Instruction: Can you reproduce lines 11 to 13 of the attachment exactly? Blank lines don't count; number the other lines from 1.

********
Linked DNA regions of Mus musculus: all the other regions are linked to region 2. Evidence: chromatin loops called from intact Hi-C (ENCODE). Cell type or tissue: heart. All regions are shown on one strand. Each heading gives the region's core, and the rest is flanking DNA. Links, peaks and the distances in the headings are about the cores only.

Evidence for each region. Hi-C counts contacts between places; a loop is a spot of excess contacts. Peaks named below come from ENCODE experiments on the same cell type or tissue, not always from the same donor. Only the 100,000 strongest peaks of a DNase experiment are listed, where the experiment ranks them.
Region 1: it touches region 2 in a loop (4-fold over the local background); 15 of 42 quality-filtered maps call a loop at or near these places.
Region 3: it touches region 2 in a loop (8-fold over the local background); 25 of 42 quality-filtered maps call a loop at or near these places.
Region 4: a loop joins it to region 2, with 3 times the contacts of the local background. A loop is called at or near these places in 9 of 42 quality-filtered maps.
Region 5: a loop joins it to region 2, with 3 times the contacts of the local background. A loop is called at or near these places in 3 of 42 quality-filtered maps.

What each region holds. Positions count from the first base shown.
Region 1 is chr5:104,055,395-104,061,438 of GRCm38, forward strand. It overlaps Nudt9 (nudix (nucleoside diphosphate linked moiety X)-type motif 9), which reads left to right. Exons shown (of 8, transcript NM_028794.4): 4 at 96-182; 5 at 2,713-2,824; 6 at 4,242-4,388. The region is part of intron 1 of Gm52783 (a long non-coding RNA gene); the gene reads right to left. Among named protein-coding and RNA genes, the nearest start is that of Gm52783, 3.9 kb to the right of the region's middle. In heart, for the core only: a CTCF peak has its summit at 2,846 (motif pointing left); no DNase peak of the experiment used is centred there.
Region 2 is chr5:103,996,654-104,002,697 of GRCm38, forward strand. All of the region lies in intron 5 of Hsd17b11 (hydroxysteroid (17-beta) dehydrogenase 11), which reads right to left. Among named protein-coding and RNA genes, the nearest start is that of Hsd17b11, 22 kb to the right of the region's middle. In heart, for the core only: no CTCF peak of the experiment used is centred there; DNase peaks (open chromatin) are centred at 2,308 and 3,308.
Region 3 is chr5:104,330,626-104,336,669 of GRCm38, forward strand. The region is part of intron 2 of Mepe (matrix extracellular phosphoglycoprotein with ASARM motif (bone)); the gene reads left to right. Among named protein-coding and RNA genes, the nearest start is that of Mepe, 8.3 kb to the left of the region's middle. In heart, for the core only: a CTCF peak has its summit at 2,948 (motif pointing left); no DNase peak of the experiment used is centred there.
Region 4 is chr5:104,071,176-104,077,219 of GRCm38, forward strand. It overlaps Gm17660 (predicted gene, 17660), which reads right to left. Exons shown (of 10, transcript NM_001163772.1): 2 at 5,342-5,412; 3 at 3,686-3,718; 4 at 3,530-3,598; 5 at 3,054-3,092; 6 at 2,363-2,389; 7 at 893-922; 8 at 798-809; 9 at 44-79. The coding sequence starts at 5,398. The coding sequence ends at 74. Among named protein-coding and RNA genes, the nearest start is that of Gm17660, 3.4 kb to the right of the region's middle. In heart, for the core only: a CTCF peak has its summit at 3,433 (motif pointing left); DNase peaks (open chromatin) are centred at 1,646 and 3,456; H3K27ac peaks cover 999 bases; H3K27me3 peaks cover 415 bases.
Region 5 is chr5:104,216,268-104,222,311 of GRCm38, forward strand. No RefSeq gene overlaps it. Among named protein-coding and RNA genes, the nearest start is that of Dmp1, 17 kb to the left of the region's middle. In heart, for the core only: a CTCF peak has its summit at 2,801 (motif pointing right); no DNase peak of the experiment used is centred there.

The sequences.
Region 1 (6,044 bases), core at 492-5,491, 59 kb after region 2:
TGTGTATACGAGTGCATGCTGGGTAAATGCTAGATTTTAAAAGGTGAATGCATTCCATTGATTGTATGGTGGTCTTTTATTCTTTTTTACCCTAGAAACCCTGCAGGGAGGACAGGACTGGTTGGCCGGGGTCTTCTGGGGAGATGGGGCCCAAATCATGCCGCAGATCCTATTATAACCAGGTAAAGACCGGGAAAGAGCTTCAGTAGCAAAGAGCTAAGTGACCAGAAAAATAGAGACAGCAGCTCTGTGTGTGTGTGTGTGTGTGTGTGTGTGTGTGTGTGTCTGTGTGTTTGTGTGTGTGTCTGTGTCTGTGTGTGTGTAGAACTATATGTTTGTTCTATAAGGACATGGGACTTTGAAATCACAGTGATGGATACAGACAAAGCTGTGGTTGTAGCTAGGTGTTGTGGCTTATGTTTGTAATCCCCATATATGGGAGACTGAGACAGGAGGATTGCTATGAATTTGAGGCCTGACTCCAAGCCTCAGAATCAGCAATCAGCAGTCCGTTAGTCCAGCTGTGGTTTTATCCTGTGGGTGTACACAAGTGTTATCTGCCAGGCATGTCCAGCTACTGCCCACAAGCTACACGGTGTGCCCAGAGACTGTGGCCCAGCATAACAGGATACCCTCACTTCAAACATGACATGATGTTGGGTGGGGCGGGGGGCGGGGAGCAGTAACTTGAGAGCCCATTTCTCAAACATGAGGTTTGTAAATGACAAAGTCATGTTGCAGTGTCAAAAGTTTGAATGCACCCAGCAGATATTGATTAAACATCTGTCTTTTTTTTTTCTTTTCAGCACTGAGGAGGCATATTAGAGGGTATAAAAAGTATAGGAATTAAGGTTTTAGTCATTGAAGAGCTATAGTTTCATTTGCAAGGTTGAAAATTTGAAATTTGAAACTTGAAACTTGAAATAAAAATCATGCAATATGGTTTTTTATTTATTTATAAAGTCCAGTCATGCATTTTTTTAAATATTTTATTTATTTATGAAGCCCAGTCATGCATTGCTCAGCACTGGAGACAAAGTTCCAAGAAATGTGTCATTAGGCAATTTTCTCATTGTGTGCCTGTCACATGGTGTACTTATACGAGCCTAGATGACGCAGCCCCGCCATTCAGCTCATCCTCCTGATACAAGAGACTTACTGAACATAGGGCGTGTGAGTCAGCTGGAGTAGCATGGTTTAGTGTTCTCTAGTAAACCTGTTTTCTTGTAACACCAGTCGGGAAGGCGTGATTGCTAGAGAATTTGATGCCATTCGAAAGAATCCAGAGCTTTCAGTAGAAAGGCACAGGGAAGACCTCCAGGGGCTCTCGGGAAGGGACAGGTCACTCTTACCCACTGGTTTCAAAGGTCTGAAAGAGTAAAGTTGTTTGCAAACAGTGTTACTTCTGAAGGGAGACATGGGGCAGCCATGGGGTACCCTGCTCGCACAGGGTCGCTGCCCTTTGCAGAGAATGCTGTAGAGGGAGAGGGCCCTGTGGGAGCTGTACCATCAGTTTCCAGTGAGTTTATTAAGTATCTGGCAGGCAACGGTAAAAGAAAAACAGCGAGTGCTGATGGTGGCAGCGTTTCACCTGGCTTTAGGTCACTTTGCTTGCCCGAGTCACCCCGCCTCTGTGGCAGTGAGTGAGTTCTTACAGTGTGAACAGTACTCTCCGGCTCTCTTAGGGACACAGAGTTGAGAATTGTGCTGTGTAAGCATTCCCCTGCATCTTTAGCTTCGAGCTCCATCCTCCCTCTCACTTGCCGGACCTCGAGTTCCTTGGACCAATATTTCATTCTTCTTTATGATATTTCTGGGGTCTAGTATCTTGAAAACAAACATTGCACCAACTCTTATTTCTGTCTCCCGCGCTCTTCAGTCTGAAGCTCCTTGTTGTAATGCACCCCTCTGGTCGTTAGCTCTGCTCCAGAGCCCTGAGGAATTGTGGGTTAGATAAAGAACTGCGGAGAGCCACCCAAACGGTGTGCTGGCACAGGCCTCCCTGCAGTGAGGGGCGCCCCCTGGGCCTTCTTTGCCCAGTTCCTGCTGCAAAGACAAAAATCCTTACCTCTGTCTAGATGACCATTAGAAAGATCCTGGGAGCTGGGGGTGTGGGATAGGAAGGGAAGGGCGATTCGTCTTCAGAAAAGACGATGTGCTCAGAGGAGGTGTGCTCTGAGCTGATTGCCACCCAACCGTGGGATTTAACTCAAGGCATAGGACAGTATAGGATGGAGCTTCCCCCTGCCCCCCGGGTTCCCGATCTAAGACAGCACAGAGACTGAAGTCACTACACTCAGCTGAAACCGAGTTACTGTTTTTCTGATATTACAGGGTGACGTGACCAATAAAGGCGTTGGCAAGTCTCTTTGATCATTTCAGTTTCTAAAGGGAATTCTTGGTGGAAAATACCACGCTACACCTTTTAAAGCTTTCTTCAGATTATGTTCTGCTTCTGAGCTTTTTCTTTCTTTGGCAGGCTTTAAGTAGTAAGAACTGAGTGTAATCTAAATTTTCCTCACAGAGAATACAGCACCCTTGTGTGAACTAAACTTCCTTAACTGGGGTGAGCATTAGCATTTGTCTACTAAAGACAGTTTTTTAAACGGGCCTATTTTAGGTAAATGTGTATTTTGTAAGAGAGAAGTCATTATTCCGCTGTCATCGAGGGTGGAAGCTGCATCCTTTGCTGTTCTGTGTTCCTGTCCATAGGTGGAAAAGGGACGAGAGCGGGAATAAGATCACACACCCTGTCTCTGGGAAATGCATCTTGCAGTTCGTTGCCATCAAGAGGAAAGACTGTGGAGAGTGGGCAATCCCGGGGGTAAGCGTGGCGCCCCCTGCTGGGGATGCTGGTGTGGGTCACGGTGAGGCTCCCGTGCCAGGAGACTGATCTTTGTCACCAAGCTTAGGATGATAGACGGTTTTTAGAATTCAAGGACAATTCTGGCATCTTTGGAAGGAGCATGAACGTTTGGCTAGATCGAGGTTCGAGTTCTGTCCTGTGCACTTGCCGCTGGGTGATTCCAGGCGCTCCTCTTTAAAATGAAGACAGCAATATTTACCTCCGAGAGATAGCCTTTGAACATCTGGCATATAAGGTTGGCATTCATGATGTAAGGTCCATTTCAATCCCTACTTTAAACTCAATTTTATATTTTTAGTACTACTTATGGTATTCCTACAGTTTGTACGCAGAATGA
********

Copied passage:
Region 4 is chr5:104,071,176-104,077,219 of GRCm38, forward strand. It overlaps Gm17660 (predicted gene, 17660), which reads right to left. Exons shown (of 10, transcript NM_001163772.1): 2 at 5,342-5,412; 3 at 3,686-3,718; 4 at 3,530-3,598; 5 at 3,054-3,092; 6 at 2,363-2,389; 7 at 893-922; 8 at 798-809; 9 at 44-79. The coding sequence starts at 5,398. The coding sequence ends at 74. Among named protein-coding and RNA genes, the nearest start is that of Gm17660, 3.4 kb to the right of the region's middle. In heart, for the core only: a CTCF peak has its summit at 3,433 (motif pointing left); DNase peaks (open chromatin) are centred at 1,646 and 3,456; H3K27ac peaks cover 999 bases; H3K27me3 peaks cover 415 bases.
Region 5 is chr5:104,216,268-104,222,311 of GRCm38, forward strand. No RefSeq gene overlaps it. Among named protein-coding and RNA genes, the nearest start is that of Dmp1, 17 kb to the left of the region's middle. In heart, for the core only: a CTCF peak has its summit at 2,801 (motif pointing right); no DNase peak of the experiment used is centred there.

The sequences.